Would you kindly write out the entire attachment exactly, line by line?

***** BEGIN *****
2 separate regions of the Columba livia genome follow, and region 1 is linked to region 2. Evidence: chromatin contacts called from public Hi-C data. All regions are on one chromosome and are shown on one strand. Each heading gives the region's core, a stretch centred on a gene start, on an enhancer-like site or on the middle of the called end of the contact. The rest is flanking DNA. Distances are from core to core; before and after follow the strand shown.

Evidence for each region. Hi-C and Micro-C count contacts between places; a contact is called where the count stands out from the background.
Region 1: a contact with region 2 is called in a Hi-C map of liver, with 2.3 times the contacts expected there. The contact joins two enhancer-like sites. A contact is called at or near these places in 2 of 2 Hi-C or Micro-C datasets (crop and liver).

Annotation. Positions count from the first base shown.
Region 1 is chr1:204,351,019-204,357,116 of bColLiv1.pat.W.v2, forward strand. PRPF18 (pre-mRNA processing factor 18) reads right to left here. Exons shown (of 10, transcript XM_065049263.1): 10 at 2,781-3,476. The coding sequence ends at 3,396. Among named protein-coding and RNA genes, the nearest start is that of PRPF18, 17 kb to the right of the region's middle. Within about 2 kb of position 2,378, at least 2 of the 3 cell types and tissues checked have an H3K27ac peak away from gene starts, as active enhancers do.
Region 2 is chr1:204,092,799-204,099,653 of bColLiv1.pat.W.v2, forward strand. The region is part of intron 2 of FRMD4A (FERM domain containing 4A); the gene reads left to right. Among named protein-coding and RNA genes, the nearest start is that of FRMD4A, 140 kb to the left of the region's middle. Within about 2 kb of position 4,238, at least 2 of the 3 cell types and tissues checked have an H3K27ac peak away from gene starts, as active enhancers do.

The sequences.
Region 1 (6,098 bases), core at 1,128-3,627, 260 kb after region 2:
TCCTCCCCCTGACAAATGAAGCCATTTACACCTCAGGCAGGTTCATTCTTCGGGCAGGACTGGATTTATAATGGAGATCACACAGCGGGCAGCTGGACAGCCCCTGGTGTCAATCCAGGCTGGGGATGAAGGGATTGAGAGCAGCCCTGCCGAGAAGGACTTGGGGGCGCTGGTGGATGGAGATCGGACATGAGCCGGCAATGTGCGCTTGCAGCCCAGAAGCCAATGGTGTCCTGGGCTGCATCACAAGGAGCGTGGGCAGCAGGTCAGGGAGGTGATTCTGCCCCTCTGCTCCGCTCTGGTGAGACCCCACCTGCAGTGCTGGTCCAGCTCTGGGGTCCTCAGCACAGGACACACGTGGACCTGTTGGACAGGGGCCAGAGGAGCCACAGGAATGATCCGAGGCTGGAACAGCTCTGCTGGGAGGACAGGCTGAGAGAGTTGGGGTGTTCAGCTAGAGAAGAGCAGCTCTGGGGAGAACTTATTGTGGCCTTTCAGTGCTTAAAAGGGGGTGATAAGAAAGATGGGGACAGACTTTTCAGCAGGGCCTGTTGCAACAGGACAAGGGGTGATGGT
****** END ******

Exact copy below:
2 separate regions of the Columba livia genome follow, and region 1 is linked to region 2. Evidence: chromatin contacts called from public Hi-C data. All regions are on one chromosome and are shown on one strand. Each heading gives the region's core, a stretch centred on a gene start, on an enhancer-like site or on the middle of the called end of the contact. The rest is flanking DNA. Distances are from core to core; before and after follow the strand shown.

Evidence for each region. Hi-C and Micro-C count contacts between places; a contact is called where the count stands out from the background.
Region 1: a contact with region 2 is called in a Hi-C map of liver, with 2.3 times the contacts expected there. The contact joins two enhancer-like sites. A contact is called at or near these places in 2 of 2 Hi-C or Micro-C datasets (crop and liver).

Annotation. Positions count from the first base shown.
Region 1 is chr1:204,351,019-204,357,116 of bColLiv1.pat.W.v2, forward strand. PRPF18 (pre-mRNA processing factor 18) reads right to left here. Exons shown (of 10, transcript XM_065049263.1): 10 at 2,781-3,476. The coding sequence ends at 3,396. Among named protein-coding and RNA genes, the nearest start is that of PRPF18, 17 kb to the right of the region's middle. Within about 2 kb of position 2,378, at least 2 of the 3 cell types and tissues checked have an H3K27ac peak away from gene starts, as active enhancers do.
Region 2 is chr1:204,092,799-204,099,653 of bColLiv1.pat.W.v2, forward strand. The region is part of intron 2 of FRMD4A (FERM domain containing 4A); the gene reads left to right. Among named protein-coding and RNA genes, the nearest start is that of FRMD4A, 140 kb to the left of the region's middle. Within about 2 kb of position 4,238, at least 2 of the 3 cell types and tissues checked have an H3K27ac peak away from gene starts, as active enhancers do.

The sequences.
Region 1 (6,098 bases), core at 1,128-3,627, 260 kb after region 2:
TCCTCCCCCTGACAAATGAAGCCATTTACACCTCAGGCAGGTTCATTCTTCGGGCAGGACTGGATTTATAATGGAGATCACACAGCGGGCAGCTGGACAGCCCCTGGTGTCAATCCAGGCTGGGGATGAAGGGATTGAGAGCAGCCCTGCCGAGAAGGACTTGGGGGCGCTGGTGGATGGAGATCGGACATGAGCCGGCAATGTGCGCTTGCAGCCCAGAAGCCAATGGTGTCCTGGGCTGCATCACAAGGAGCGTGGGCAGCAGGTCAGGGAGGTGATTCTGCCCCTCTGCTCCGCTCTGGTGAGACCCCACCTGCAGTGCTGGTCCAGCTCTGGGGTCCTCAGCACAGGACACACGTGGACCTGTTGGACAGGGGCCAGAGGAGCCACAGGAATGATCCGAGGCTGGAACAGCTCTGCTGGGAGGACAGGCTGAGAGAGTTGGGGTGTTCAGCTAGAGAAGAGCAGCTCTGGGGAGAACTTATTGTGGCCTTTCAGTGCTTAAAAGGGGGTGATAAGAAAGATGGGGACAGACTTTTCAGCAGGGCCTGTTGCAACAGGACAAGGGGTGATGGT